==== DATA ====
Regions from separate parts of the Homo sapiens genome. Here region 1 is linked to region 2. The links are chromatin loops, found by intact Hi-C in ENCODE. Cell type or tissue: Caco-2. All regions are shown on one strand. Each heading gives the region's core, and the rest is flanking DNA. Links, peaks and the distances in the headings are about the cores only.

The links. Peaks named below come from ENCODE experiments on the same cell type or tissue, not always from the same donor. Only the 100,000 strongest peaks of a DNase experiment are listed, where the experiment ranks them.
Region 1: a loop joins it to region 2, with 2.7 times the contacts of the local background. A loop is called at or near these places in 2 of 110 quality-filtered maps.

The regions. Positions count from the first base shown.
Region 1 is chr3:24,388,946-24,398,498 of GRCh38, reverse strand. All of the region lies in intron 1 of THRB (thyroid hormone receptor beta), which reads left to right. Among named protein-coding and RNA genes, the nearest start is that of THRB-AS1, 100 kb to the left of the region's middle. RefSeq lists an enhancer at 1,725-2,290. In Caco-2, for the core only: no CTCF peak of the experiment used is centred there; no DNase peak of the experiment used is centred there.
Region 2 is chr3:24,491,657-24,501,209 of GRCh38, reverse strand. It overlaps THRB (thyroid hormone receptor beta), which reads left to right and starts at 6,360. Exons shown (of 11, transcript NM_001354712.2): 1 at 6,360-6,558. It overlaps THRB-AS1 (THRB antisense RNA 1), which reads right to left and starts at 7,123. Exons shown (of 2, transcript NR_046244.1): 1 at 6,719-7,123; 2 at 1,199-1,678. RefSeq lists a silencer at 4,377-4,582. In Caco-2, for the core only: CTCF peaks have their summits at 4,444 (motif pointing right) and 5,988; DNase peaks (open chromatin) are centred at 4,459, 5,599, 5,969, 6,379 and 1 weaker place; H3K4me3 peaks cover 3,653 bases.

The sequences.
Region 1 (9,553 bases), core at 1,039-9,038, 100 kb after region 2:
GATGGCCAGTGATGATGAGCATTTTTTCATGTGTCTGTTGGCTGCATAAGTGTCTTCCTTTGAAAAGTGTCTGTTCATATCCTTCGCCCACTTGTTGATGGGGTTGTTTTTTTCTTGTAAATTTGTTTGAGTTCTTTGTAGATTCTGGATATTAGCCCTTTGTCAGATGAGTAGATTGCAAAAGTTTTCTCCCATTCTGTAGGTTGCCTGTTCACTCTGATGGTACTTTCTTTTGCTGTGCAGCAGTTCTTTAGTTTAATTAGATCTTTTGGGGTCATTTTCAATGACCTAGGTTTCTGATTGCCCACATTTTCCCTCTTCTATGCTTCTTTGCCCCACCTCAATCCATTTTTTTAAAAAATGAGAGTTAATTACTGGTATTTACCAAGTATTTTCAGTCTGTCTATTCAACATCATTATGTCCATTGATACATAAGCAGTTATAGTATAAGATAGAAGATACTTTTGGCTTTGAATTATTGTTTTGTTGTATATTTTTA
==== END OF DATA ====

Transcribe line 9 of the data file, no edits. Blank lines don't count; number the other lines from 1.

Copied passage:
GATGGCCAGTGATGATGAGCATTTTTTCATGTGTCTGTTGGCTGCATAAGTGTCTTCCTTTGAAAAGTGTCTGTTCATATCCTTCGCCCACTTGTTGATGGGGTTGTTTTTTTCTTGTAAATTTGTTTGAGTTCTTTGTAGATTCTGGATATTAGCCCTTTGTCAGATGAGTAGATTGCAAAAGTTTTCTCCCATTCTGTAGGTTGCCTGTTCACTCTGATGGTACTTTCTTTTGCTGTGCAGCAGTTCTTTAGTTTAATTAGATCTTTTGGGGTCATTTTCAATGACCTAGGTTTCTGATTGCCCACATTTTCCCTCTTCTATGCTTCTTTGCCCCACCTCAATCCATTTTTTTAAAAAATGAGAGTTAATTACTGGTATTTACCAAGTATTTTCAGTCTGTCTATTCAACATCATTATGTCCATTGATACATAAGCAGTTATAGTATAAGATAGAAGATACTTTTGGCTTTGAATTATTGTTTTGTTGTATATTTTTA